My first two flights, Redmond to San Francisco and San Francisco to Auckland, New Zealand, went without a hitch. My friends Dave and Kelly took me to the Redmond airport. They were extremely helpful in getting me prepared for my trip to the Ice, and will looking in on my house periodically. Thanks guys! My great neighbors will also be keeping an eye on my house for me.
|Outside the Redmond terminal. And no, I don't travel light.|
In San Francisco, my friends John and Joan Henshaw met me at the airport and we spent 3-4 hours together celebrating upcoming birthdays, playing cards, eating and generally having a good time. I will miss them dearly but look forward to reconnecting in Sydney, Australia in late February. That's a topic for a future post. We said our goodbyes at security and off I went to catch my Air New Zealand flight to Auckland.
|John, Joan and me at SFO.|
A couple of others firsts included crossing the International Date Line and the equator. I've also never lost a day before. It's strange to board a plane on Sunday and when you debark, it's Tuesday. What happened to Monday? They say you get it back. We'll see. Another topic for a future post.
Now for the last first. I've always wanted to visit New Zealand and finally made it, arriving at 5:30 am in Auckland. The Kiwis made it simple to go through immigration and customs. Everyone was friendly and helpful. And best of all, they all spoke English, albeit with an accent. Or maybe it's me that speaks with an accent? Either way, I like their accent better than mine.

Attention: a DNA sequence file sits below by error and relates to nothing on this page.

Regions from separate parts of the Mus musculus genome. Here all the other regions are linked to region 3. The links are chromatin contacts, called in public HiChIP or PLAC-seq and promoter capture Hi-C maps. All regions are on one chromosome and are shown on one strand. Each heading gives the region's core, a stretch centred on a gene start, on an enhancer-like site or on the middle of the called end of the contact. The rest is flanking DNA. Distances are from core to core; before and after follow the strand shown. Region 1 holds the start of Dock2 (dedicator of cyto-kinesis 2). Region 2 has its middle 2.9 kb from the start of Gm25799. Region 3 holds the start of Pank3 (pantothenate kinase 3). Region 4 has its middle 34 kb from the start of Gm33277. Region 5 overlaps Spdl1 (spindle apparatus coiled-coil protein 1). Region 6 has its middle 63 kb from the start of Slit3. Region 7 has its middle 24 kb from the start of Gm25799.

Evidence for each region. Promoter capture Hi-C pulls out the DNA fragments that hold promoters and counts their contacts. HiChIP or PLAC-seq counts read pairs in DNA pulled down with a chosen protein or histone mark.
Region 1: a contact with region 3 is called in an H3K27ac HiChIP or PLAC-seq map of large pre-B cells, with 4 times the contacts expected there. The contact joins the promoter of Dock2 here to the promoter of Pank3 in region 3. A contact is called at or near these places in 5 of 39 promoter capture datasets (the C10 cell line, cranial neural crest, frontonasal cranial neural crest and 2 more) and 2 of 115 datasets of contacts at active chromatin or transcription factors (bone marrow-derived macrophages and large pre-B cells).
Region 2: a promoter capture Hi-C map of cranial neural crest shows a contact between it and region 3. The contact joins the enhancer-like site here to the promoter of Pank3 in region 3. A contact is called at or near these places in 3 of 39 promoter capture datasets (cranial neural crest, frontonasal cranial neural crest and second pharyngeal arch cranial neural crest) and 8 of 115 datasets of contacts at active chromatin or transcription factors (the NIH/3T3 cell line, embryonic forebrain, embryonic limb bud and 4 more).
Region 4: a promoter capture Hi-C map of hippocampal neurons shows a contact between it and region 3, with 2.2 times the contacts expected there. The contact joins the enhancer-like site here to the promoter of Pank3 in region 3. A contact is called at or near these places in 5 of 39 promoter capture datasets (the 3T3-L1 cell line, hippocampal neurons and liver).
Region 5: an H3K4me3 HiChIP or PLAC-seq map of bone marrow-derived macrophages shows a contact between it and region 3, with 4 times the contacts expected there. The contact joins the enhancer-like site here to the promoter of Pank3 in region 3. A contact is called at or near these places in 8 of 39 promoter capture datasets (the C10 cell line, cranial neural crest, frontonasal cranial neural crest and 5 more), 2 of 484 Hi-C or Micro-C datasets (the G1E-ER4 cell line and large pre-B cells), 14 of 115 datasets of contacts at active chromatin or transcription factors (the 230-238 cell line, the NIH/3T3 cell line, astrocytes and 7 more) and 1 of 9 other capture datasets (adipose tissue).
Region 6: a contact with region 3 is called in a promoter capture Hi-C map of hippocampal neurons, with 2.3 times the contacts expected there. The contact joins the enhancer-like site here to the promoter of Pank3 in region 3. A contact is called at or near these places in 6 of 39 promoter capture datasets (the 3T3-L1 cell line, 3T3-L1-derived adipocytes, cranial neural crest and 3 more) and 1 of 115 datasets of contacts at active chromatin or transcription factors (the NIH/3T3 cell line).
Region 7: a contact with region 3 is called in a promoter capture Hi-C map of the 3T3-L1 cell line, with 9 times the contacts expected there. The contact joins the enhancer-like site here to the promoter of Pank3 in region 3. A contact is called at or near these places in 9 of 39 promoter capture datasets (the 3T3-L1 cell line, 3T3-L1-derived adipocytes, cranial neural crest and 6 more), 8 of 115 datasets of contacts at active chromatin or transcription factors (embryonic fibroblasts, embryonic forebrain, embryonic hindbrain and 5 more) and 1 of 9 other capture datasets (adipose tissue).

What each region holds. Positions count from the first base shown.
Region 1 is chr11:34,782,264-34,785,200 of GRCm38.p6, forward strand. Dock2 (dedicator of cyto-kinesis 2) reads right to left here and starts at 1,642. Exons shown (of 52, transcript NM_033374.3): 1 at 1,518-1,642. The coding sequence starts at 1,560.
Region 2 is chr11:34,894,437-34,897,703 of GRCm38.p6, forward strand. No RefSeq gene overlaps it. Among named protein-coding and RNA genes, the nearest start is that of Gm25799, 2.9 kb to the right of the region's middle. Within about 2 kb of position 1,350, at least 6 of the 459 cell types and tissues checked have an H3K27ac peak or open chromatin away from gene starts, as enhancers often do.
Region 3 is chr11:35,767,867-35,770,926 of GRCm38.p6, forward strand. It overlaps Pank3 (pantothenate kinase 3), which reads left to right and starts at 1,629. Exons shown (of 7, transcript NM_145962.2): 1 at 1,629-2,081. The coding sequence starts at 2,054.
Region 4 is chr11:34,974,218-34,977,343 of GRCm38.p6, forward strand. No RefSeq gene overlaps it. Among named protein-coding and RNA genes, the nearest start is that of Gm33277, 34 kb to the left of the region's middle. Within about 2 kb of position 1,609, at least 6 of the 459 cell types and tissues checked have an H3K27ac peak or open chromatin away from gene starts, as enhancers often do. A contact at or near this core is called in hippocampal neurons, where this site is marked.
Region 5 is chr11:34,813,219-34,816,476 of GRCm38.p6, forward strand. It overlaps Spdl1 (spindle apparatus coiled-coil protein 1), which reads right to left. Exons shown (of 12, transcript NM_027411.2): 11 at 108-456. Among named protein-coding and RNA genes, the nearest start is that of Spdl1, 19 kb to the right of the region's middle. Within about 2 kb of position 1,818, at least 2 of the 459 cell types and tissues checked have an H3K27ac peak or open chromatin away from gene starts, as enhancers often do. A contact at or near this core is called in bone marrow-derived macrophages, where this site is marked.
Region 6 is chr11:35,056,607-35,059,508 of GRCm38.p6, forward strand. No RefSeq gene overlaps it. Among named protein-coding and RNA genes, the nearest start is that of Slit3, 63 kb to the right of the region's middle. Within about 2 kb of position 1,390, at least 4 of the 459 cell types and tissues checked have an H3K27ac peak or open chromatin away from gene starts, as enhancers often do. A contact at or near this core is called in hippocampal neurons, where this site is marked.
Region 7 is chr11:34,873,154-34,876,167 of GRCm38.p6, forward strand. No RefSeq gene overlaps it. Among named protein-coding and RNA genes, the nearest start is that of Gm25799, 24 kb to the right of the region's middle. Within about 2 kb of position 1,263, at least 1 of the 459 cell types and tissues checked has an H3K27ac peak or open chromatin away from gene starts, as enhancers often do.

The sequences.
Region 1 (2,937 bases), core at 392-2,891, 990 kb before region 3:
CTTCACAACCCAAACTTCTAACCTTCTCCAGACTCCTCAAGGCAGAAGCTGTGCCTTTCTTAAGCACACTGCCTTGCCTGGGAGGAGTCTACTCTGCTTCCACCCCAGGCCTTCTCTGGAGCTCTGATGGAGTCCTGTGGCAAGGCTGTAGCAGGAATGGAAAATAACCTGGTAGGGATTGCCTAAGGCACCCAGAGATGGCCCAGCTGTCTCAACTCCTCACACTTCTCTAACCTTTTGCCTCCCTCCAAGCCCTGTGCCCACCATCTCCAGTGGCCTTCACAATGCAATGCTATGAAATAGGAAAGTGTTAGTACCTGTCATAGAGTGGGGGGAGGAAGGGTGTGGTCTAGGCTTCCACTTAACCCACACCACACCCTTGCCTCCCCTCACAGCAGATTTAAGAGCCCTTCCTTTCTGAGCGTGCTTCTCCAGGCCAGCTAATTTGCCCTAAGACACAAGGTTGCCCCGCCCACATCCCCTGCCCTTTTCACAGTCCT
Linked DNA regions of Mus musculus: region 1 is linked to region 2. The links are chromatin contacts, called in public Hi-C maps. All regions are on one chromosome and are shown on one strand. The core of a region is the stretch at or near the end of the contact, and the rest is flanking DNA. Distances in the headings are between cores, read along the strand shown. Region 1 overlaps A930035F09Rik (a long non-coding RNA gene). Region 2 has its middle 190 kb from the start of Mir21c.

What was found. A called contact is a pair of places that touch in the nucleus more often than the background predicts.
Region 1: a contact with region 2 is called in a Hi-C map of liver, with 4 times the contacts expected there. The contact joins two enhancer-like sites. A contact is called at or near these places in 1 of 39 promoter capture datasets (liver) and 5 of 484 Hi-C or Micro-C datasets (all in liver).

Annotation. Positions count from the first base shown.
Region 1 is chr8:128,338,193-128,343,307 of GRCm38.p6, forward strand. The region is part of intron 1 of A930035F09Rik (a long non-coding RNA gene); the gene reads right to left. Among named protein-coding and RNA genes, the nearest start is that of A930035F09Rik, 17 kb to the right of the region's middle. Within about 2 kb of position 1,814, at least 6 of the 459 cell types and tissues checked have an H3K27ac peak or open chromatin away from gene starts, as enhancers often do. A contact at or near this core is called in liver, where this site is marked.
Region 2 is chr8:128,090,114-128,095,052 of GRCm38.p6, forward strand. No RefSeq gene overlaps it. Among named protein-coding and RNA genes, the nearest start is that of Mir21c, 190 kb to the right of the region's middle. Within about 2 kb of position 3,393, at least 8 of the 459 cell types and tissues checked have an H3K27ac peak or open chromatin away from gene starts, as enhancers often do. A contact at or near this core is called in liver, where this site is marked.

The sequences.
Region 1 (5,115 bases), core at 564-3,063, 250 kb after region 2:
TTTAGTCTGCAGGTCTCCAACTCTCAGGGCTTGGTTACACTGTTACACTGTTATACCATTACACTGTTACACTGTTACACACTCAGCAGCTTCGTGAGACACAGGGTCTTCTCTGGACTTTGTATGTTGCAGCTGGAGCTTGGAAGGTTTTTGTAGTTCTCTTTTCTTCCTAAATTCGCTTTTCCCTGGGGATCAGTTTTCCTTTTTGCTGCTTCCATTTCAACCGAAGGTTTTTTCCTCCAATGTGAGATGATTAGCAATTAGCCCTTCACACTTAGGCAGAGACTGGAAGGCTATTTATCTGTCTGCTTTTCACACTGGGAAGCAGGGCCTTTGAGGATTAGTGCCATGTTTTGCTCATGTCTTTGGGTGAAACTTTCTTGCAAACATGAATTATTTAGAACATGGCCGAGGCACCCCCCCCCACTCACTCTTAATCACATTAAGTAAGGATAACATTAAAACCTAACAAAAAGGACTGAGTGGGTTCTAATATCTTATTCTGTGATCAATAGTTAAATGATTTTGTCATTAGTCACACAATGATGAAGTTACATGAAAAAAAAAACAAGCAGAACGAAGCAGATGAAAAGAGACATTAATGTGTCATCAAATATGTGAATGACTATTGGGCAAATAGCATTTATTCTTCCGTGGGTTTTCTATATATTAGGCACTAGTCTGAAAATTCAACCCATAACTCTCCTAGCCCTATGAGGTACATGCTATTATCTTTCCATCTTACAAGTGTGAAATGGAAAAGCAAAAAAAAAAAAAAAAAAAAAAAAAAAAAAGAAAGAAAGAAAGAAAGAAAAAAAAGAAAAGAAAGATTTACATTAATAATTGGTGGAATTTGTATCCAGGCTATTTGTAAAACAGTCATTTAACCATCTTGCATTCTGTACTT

I was thinking to myself this international travel is a piece of cake. Shouldn't have done that! After making my way from the international terminal to the domestic terminal, enjoying a flat white coffee, and easily getting through security, I settled in at my appointed gate waiting for my final flight to Christchurch. Then I get the dreaded ping on my Air New Zealand app telling me my flight had been cancelled due to weather. I figured they would just rebook me on the next flight but it wasn't that simple.
Fortunately, I met some seasoned folks with the US Antarctic Program (USAP) and they were kind enough to take me under their wing and guide me along. We had to collect our bags and wait in a line to get rebooked. Turns out the earliest we could get out of Auckland was 5 pm and instead of going directly to Christchurch we had to stop in Dunedin (pronounced Du-ne-din), which is south of Christchurch, and catch another flight to our final destination. I'm sure Auckland is a very nice city but all I saw for eight hours was the inside of their airport terminal.
I finally made it to Christchurch about 9:30 pm and got to my hotel about 10. It was a long day, or or should I say, a long two days. I had no trouble falling asleep. I set two alarm clocks to make sure I was up at 5:45 am the next day so I could catch a shuttle to the USAP center at the airport for orientation, training and to get my Extreme Cold Weather (ECW) clothing.
I'll end here. Hopefully I didn't put to many of you asleep. It feels good to be down under.